“George Wesolek: One example is that sometimes an outside group will come in and perhaps do something of a political nature. That can be disadvantageous to us because we are not supposed to be doing any kind of political activity with candidates. We can with issues, but not with candidates. So that is a somewhat usual policy for parishes.

“Laird Harrison: So there was no connection with the appointment of the new archbishop?

“George Wesolek: I know for a fact there is no connection at all. I would be very surprised if the new archbishop knew anything about this.

“Laird Harrison: Then why would Costello have attributed the change to the archdiocese?

“George Wesolek: He’s new there and I’m not quite sure what he had meant about that. He may have talked to someone at the archdiocese — in the legal team for example — and he was talking about a way of instituting a policy or was trying to understand the policy because it was in place before he came.

“Laird Harrison: Does the archdiocese have any sort of policy about drag queens?

“George Wesolek: We would pretty much leave that up to the parish. I would think that most parishes would not consider that appropriate.”

It is good to have a positive statement about the presence of drag queens coming from the pastor.  It is even better that the parish acknowledged his willingness to be educated about the issue.   Yet, what remains troubling is that there are still unanswered questions about how the decision was made and why is it only now that the parish is saying that this was a general ban against renting the space to outside groups.

There is no word if the originally banned show will now go on as planned.

We will keep you posted if this story develops or if  further explanations are given .

–Francis DeBernardo, New Ways Ministry

7 replies
  1. Fran Rossi Szpylczyn
    Fran Rossi Szpylczyn says:

    I’m thinking that Jesus would have been talking to, and eating with, drag queens along with pretty much everyone else. How else are we transformed, if we are not all at Christ’s table?

    Not to mention that everytime we push someone away from that table, allegedly in Jesus’ name, we are not living eucharistically, are we? It’s about eating together (I have this thought on my heart and mind due to another post, about another church flap…) and not eating alone. *sigh*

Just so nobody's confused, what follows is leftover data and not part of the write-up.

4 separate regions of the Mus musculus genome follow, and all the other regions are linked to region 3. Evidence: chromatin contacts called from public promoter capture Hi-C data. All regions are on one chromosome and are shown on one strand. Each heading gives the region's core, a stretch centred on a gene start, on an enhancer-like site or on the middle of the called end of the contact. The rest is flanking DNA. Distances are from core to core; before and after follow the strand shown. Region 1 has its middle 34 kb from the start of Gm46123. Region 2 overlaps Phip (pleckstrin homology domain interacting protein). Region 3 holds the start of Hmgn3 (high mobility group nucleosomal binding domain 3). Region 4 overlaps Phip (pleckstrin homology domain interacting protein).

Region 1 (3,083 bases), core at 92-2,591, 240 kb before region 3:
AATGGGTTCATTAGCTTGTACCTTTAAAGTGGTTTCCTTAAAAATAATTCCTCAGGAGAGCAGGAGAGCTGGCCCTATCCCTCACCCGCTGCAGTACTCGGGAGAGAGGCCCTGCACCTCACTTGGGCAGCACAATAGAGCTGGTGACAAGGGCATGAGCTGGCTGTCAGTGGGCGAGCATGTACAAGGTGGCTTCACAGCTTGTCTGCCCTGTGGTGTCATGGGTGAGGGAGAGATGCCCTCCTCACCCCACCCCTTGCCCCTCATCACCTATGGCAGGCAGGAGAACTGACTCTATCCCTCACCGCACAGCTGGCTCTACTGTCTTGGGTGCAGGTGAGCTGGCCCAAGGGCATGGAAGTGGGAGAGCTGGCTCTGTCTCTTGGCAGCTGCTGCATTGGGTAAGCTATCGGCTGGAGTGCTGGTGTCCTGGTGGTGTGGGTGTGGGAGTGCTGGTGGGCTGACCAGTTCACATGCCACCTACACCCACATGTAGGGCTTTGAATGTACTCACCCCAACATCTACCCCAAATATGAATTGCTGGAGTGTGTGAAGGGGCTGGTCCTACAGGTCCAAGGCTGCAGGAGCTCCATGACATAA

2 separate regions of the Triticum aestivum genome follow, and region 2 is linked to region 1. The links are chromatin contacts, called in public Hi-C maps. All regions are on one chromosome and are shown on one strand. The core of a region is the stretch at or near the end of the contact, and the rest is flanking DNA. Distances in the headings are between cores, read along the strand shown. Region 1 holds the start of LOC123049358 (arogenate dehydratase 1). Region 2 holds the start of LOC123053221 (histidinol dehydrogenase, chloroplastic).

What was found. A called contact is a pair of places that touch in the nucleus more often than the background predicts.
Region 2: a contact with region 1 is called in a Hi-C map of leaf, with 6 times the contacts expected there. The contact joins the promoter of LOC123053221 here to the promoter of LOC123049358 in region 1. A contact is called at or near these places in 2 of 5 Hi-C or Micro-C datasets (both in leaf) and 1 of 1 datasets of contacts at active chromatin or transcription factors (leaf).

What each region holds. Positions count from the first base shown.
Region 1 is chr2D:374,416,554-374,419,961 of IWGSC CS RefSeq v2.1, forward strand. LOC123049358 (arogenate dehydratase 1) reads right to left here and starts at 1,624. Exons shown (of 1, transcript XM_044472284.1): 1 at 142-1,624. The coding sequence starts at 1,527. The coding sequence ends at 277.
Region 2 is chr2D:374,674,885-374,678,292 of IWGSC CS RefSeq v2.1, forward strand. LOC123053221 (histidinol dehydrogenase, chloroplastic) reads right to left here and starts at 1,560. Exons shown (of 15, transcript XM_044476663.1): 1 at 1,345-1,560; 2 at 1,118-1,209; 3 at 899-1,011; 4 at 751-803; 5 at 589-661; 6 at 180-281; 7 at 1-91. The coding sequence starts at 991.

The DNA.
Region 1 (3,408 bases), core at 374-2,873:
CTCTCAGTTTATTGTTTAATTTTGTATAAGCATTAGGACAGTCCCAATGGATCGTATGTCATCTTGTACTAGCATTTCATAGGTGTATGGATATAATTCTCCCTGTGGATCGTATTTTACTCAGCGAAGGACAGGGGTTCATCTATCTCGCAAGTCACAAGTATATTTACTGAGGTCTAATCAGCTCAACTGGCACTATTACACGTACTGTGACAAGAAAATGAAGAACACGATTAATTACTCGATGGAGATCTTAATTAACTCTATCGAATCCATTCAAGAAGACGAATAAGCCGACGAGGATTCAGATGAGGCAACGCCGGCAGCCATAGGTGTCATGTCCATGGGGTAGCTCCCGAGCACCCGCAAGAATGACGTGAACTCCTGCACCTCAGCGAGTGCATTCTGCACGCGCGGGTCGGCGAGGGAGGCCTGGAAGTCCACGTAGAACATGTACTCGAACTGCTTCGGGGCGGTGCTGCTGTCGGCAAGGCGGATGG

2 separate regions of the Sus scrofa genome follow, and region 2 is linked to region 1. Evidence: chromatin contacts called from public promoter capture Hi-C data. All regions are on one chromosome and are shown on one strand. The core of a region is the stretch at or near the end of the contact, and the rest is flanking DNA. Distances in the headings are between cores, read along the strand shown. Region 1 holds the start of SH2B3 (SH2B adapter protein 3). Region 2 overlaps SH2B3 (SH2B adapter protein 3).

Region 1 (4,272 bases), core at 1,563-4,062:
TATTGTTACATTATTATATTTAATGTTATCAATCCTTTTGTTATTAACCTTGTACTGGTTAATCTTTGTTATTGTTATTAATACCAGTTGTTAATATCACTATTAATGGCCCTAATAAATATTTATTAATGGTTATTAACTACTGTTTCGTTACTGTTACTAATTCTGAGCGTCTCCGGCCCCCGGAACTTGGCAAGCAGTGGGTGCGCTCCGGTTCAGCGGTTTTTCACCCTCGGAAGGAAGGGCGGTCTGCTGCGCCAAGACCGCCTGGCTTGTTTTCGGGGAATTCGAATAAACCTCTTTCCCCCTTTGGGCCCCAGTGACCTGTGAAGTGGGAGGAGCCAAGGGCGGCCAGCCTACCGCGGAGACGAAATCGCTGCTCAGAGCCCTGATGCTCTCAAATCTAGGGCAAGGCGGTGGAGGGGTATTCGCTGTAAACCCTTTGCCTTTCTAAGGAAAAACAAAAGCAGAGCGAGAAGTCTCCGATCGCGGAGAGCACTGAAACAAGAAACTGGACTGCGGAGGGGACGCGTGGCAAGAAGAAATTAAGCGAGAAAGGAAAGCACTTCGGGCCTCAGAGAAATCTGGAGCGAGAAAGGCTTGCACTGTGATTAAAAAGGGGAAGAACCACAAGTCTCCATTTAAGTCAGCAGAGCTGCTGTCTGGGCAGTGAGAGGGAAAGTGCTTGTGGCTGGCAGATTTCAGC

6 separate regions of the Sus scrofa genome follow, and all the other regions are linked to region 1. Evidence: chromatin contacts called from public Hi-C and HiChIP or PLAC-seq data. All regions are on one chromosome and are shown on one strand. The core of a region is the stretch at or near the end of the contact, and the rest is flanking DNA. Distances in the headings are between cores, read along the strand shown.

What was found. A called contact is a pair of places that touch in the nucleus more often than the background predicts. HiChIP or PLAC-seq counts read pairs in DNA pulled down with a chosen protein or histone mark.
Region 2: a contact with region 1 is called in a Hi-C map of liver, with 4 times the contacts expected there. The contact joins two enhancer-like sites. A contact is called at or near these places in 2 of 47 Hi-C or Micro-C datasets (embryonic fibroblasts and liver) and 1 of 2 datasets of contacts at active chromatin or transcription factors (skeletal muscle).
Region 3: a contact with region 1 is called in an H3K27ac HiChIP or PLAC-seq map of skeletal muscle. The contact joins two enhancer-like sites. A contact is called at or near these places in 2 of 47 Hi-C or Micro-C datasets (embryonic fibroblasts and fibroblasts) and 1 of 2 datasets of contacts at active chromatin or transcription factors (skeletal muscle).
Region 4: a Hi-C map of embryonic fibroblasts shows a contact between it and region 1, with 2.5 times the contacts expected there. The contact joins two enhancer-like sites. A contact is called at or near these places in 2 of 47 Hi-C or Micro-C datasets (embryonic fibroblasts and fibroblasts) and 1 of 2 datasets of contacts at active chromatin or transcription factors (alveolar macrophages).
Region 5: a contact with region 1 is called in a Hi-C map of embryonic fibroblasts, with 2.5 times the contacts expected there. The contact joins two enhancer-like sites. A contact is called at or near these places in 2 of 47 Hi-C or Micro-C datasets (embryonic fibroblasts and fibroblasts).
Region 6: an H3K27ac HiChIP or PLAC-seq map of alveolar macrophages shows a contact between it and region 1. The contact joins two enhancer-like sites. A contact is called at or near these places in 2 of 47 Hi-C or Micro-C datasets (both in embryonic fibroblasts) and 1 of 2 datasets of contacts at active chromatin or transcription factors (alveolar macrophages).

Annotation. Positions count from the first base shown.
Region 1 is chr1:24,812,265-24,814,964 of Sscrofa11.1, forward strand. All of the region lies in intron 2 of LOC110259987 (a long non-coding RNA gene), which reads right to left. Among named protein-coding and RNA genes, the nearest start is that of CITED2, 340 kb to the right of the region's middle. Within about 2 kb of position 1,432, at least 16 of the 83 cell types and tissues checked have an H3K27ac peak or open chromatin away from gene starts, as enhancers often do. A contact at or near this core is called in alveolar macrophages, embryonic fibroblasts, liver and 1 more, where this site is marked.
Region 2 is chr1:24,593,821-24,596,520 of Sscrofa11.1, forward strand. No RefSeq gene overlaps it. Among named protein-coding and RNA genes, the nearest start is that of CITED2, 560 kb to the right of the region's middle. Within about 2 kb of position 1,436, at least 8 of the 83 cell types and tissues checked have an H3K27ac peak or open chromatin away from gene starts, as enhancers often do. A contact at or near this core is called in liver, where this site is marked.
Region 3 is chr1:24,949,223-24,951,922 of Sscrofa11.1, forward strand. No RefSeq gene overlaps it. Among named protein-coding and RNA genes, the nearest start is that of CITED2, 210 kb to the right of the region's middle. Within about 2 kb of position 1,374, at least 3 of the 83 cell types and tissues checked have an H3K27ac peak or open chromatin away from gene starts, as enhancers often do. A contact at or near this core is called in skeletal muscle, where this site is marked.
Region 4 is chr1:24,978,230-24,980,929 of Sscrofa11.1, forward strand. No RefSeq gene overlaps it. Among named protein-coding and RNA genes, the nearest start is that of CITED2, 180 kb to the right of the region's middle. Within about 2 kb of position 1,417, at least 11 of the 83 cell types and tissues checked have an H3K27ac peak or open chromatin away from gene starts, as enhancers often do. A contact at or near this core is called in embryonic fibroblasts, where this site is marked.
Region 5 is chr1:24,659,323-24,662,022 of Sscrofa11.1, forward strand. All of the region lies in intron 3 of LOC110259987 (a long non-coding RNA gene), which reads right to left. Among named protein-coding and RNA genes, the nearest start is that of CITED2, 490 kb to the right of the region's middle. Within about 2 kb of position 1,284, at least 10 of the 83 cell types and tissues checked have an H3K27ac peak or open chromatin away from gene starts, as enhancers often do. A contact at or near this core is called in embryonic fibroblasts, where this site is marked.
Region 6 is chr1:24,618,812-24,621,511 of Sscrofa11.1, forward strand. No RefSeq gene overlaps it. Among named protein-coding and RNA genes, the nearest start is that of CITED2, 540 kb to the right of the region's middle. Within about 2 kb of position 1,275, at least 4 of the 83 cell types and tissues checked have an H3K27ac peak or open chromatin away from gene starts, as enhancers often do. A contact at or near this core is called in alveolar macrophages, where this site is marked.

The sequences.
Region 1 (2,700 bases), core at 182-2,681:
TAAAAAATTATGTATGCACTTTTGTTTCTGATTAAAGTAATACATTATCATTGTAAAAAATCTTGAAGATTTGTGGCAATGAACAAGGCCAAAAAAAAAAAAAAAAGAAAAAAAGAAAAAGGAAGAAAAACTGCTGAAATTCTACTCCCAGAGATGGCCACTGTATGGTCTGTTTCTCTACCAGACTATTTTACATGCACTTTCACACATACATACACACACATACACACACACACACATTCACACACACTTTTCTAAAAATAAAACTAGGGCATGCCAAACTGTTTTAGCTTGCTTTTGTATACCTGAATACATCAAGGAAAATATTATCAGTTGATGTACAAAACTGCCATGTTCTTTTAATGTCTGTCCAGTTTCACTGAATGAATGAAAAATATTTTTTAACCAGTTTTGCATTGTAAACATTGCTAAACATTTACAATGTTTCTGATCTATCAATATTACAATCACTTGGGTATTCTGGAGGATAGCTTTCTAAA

God have mercy.

  2. Lawrence
    Lawrence says:

    I can understand the need to restrict use of church facilities to church-sponsored events and activities. But since the church has its own 12-step and other programs, the church could conceivably PARTNER with the Castro Country Club for limited engagements such as this. Good PR for the church. If the female impersonators behave appropriately, they would project a positive image on the community and be as acceptable as Geraldine or Milton Berle.

  3. Rita
    Rita says:

    This new ‘reason’ sounds false…if they truly were going to implement this new ‘ban on wedding parties’ etc. before the drag queen fiasco, I’d be sure to have the paperwork ‘carbon dated’ to see when it was actually written, no matter what the date says on the page! Our parish receives a great deal of income from holding wedding receptions, etc. Interesting that a Catholic parish, which is usually in need of money desperately, would suddenly cut off such a source of funding.


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  1. […] shows have previously caused controversies at Catholic schools and parishes, including in San Francisco and in New York. Thankfully, the University has defended the student-led drag show to promote […]

  2. […] at Most Holy Redeemer parish in San Francisco reverses his earlier decision to ban drag queens from parish […]